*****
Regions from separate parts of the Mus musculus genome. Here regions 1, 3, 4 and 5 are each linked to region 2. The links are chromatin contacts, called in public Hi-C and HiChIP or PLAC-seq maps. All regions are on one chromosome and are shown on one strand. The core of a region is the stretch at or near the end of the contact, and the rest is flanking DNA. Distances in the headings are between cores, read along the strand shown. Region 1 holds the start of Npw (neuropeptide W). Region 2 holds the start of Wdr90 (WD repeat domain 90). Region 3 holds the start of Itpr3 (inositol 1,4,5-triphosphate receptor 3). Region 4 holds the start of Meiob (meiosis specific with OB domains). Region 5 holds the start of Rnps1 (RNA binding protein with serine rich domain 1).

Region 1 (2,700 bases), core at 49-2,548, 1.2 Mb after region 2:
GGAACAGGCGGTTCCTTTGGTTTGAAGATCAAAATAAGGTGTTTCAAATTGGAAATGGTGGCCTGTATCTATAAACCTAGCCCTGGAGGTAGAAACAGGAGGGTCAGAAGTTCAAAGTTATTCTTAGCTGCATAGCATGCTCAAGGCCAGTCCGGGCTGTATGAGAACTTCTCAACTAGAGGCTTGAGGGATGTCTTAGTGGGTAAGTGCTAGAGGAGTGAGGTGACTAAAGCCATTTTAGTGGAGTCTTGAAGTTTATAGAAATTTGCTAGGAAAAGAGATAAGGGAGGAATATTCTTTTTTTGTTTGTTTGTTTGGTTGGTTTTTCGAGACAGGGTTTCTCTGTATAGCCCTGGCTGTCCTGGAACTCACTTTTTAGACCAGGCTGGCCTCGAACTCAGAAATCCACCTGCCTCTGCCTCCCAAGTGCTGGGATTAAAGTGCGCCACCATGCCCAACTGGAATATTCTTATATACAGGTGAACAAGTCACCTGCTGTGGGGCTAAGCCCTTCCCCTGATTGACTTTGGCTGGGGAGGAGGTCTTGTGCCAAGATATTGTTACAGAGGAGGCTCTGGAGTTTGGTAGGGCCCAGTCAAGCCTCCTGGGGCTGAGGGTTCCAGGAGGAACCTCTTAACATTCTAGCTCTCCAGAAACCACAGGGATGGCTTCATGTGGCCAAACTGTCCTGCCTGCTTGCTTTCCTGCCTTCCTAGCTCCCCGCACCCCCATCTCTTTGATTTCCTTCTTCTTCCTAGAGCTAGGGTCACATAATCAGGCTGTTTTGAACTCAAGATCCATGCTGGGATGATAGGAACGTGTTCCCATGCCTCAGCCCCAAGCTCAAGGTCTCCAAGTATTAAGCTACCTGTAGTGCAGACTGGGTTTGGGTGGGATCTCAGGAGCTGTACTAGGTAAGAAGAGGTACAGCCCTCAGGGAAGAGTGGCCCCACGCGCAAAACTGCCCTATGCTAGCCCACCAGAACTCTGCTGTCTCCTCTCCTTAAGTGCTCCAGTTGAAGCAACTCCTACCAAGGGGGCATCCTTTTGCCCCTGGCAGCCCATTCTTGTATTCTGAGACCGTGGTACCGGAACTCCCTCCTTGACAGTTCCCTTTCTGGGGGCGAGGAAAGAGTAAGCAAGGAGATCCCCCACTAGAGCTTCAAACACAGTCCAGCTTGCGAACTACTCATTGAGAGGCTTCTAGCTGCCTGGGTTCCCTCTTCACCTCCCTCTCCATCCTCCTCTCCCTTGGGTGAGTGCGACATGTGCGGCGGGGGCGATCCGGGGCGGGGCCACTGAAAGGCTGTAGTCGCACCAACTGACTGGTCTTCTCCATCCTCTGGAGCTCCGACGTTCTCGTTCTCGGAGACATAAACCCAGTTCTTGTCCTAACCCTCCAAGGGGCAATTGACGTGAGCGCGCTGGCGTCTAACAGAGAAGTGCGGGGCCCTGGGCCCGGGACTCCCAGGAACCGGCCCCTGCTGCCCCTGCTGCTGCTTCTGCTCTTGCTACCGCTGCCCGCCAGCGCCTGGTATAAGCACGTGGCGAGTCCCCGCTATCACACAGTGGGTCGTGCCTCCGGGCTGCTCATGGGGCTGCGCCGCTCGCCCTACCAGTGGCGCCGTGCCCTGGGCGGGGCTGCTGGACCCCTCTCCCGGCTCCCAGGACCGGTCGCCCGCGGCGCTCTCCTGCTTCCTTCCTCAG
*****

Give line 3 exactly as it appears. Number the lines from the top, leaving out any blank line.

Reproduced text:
GGAACAGGCGGTTCCTTTGGTTTGAAGATCAAAATAAGGTGTTTCAAATTGGAAATGGTGGCCTGTATCTATAAACCTAGCCCTGGAGGTAGAAACAGGAGGGTCAGAAGTTCAAAGTTATTCTTAGCTGCATAGCATGCTCAAGGCCAGTCCGGGCTGTATGAGAACTTCTCAACTAGAGGCTTGAGGGATGTCTTAGTGGGTAAGTGCTAGAGGAGTGAGGTGACTAAAGCCATTTTAGTGGAGTCTTGAAGTTTATAGAAATTTGCTAGGAAAAGAGATAAGGGAGGAATATTCTTTTTTTGTTTGTTTGTTTGGTTGGTTTTTCGAGACAGGGTTTCTCTGTATAGCCCTGGCTGTCCTGGAACTCACTTTTTAGACCAGGCTGGCCTCGAACTCAGAAATCCACCTGCCTCTGCCTCCCAAGTGCTGGGATTAAAGTGCGCCACCATGCCCAACTGGAATATTCTTATATACAGGTGAACAAGTCACCTGCTGTGGGGCTAAGCCCTTCCCCTGATTGACTTTGGCTGGGGAGGAGGTCTTGTGCCAAGATATTGTTACAGAGGAGGCTCTGGAGTTTGGTAGGGCCCAGTCAAGCCTCCTGGGGCTGAGGGTTCCAGGAGGAACCTCTTAACATTCTAGCTCTCCAGAAACCACAGGGATGGCTTCATGTGGCCAAACTGTCCTGCCTGCTTGCTTTCCTGCCTTCCTAGCTCCCCGCACCCCCATCTCTTTGATTTCCTTCTTCTTCCTAGAGCTAGGGTCACATAATCAGGCTGTTTTGAACTCAAGATCCATGCTGGGATGATAGGAACGTGTTCCCATGCCTCAGCCCCAAGCTCAAGGTCTCCAAGTATTAAGCTACCTGTAGTGCAGACTGGGTTTGGGTGGGATCTCAGGAGCTGTACTAGGTAAGAAGAGGTACAGCCCTCAGGGAAGAGTGGCCCCACGCGCAAAACTGCCCTATGCTAGCCCACCAGAACTCTGCTGTCTCCTCTCCTTAAGTGCTCCAGTTGAAGCAACTCCTACCAAGGGGGCATCCTTTTGCCCCTGGCAGCCCATTCTTGTATTCTGAGACCGTGGTACCGGAACTCCCTCCTTGACAGTTCCCTTTCTGGGGGCGAGGAAAGAGTAAGCAAGGAGATCCCCCACTAGAGCTTCAAACACAGTCCAGCTTGCGAACTACTCATTGAGAGGCTTCTAGCTGCCTGGGTTCCCTCTTCACCTCCCTCTCCATCCTCCTCTCCCTTGGGTGAGTGCGACATGTGCGGCGGGGGCGATCCGGGGCGGGGCCACTGAAAGGCTGTAGTCGCACCAACTGACTGGTCTTCTCCATCCTCTGGAGCTCCGACGTTCTCGTTCTCGGAGACATAAACCCAGTTCTTGTCCTAACCCTCCAAGGGGCAATTGACGTGAGCGCGCTGGCGTCTAACAGAGAAGTGCGGGGCCCTGGGCCCGGGACTCCCAGGAACCGGCCCCTGCTGCCCCTGCTGCTGCTTCTGCTCTTGCTACCGCTGCCCGCCAGCGCCTGGTATAAGCACGTGGCGAGTCCCCGCTATCACACAGTGGGTCGTGCCTCCGGGCTGCTCATGGGGCTGCGCCGCTCGCCCTACCAGTGGCGCCGTGCCCTGGGCGGGGCTGCTGGACCCCTCTCCCGGCTCCCAGGACCGGTCGCCCGCGGCGCTCTCCTGCTTCCTTCCTCAG